The cast/crew bit: directed by Stephen Elliott, starring Xavier Samuel, Kris Marshall and Kevin Bishop
The ten-word synopsis: Brit decides to marry holiday lover; Mates are wedding imbeciles.
It’s a film probably best known for providing the “What is Ramsey doing in my room?” line for Cineworlds’ ‘Summer of movies’ trailer they show at every single screening for about 6 months. At a push, you might’ve seen a trailer and recognised the bloke from the old BT adverts. Let’s leave it that way, as British-Australian wedding comedy A Few Best Men has but a few good lines and no best bits.
Focussing on a group of ‘lads’ (With all the connotations inverted commas bring) from London, one of said boys had recently come back from holiday in an island off the coast of Australia, where he fell in love with a girl. However, instead of letting it die, he proposes to her. He brings his three stupid mates over to Australia for the wedding. You can kind of figure out how this is going to play out without seeing any of the movie.
However, if you do happen to see any of it, then you’ll know exactly what’s going to happen, in detail, probably a good 20 to 30 minutes before it does happen. Now, I have, over the years, developed a knack for predicting punchlines, but it’s not often that I could, where the film stopped and I given a pen and paper, write you a near-perfect synopsis of the next 20 minutes of the film in detail. Why’s he taking a bag into the drug dealers? So they can do a bag swap, of course! Oh, what’s that? The sheep’s in the same room as the drug dealers’ bag? I hear William Hill have already stopped taking bets on whether or not Ramsey’ll eat the drugs.
The thing is, most of these scenarios aren’t even delivered with any kind of pizzaz. Whereas other situation-based comedies, such as the previously reviewed Diary of a Wimpy Kid movies or The Inbetweeners, tend to pad the cringey scenario out with couple of pieces of wordplay, or in the case of the Inbetweeners for example, usually another, funnier, addition to the bad thing happening, A Few Best men is quite happy to leave it there. It’s quite happy to improvise a ‘funny’ solution, but the problem is that nine times out of ten, it’s not funny. The cast just aren’t very funny and the script isn’t very good. It’s a shame, really, as there are a couple of ideas that, with a correct set-up could have been quite amusing.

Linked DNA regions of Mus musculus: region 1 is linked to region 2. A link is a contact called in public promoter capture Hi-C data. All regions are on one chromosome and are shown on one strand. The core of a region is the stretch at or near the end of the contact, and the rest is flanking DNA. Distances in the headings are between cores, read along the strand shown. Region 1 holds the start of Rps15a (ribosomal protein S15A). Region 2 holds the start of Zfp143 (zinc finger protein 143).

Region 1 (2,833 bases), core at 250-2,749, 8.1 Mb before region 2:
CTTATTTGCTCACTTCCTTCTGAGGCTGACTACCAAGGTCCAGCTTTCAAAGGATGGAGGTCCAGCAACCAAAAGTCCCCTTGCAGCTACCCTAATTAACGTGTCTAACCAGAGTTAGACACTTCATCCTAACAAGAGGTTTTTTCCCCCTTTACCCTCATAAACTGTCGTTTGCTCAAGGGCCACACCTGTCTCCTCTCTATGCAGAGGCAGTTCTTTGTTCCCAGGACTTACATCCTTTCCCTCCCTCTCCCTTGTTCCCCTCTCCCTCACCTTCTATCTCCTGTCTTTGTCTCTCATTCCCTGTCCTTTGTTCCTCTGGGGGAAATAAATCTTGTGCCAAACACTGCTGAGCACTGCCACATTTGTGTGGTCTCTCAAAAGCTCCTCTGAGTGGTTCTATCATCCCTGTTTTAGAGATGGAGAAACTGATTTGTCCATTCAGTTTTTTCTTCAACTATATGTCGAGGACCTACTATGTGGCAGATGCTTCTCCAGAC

There’s also a bizarre reoccurring Monty Python reference that they don’t even seem to recognise is a Monty Python reference. When it was said once, I smirked in appreciation, to say “I got that”, but when it came back again and again I wondered what gave them the right to use the line. This is so far away from Python, which for my money is pretty much the pinnacle of comedy, that they shouldn’t be allowed to reuse a Python joke. I wasn’t angry as such, just surprised at the writers’ audacity. A Few Best Men isn’t a very good film, it’s not a film that’s going to be remembered, and I think everybody involved knew it, showcased in the uninterested, lacklustre performances from half those involved. It’s watchable enough to pass the time, but probably worth just leaving out to dry in this scorching Australian ‘Summer of movies’.
4 really odd scenes in which two reunited lovers just run into each other and bump heads and it just doesn’t even work as a joke because the rest of the film takes a completely different comedic tone out of 10